The gunbelt on his waist was well-worn but also well-cared for, and the 1860 Army Colt sat ready in its holster. A second revolver rested in a cross-draw holster on his other hip. He was travelling light, with a single pack and a McClellan saddle, and a rifle wrapped in an Arapaho blanket.
Jessup chewed his tobacco thoughtfully as his eye drifted over the other figures sitting outside the cantina. Next to Huxton was Mr. Ulbricht, a Silver Prairie native Jessup had taken on the coach a few times before. Then there was Elizabeth Tulley, on her way to meet up with family in Silver Prairie. Her clothes and mannerisms showed she had grown up somewhere in the East.
The fourth passenger was another gun-hand, or at least he seemed to be. He had only just stepped out of the cantina and joined the others, leaning against the pueblo wall with a broad-brimmed hat shielding his eyes from the sun but allowing his red hair to flow down onto his shoulders. His buckskin jacket was decorated with fringes and beads, he wore white cavalry gloves, and had a saddlebag thrown over his shoulder. Probably a former scout. Definitely dangerous.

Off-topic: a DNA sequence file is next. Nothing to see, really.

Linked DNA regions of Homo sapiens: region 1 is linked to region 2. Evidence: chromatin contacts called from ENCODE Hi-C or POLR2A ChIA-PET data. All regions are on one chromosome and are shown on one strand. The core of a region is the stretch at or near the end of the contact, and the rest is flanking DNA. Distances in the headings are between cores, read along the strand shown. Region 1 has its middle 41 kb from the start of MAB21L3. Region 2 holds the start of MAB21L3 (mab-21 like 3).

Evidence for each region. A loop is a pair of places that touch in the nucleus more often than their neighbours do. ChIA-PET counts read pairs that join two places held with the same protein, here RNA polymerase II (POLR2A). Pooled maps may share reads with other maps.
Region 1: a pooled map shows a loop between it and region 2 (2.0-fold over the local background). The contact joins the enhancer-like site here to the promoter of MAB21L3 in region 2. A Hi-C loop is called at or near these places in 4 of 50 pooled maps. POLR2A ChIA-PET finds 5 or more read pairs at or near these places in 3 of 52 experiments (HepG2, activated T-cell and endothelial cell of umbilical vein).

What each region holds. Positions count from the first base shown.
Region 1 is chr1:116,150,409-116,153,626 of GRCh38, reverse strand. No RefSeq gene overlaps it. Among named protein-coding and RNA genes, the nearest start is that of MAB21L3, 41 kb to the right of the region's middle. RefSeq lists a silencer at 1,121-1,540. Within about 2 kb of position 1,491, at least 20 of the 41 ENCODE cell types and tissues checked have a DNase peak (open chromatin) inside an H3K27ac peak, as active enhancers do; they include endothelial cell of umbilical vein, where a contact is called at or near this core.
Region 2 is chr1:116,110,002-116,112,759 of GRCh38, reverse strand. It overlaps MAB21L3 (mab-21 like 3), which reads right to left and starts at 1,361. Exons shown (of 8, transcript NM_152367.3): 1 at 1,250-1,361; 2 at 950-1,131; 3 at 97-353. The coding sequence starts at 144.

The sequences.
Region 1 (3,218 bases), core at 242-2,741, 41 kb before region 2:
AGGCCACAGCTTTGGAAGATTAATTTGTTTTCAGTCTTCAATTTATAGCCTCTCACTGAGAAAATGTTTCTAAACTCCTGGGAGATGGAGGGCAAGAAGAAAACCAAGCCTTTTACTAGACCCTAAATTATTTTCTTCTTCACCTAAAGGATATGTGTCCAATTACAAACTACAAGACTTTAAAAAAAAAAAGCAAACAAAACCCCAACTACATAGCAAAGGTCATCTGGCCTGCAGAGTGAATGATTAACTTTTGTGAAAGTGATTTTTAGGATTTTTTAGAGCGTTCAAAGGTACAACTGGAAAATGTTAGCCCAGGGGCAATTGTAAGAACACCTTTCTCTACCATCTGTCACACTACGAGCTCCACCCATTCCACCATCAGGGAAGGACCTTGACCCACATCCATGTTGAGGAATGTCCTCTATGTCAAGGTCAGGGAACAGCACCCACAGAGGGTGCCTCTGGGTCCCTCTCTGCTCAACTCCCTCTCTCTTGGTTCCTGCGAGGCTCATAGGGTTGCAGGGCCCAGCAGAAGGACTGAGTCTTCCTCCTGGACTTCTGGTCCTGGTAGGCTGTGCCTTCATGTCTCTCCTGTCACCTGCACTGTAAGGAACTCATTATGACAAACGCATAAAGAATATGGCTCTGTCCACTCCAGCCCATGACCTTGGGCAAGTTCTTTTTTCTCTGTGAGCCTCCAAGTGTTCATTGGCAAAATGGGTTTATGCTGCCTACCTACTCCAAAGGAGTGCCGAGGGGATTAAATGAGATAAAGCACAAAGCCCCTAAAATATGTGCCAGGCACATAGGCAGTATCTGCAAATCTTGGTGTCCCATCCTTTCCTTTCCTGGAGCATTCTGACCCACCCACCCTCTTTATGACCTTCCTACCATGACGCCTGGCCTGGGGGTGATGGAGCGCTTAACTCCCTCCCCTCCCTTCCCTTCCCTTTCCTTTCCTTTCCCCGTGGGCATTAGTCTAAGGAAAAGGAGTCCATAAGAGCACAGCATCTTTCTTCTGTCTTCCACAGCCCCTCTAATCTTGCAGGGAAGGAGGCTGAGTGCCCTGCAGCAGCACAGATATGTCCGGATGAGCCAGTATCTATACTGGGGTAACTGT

A Spencer carbine leaned against the wall next to him. There was a Remington 1858 in his gunbelt, and an ivory-handled Bowie knife on his opposite hip. His face was as tanned as Huxton's and—like Huxton—it was the eyes more than the weaponry that marked him as a gunslinger. Cool, intelligent, and constantly searching. His eyes were those of a man who expected danger to arise from any direction, but who also knew from harsh experience that he was up to most challenges.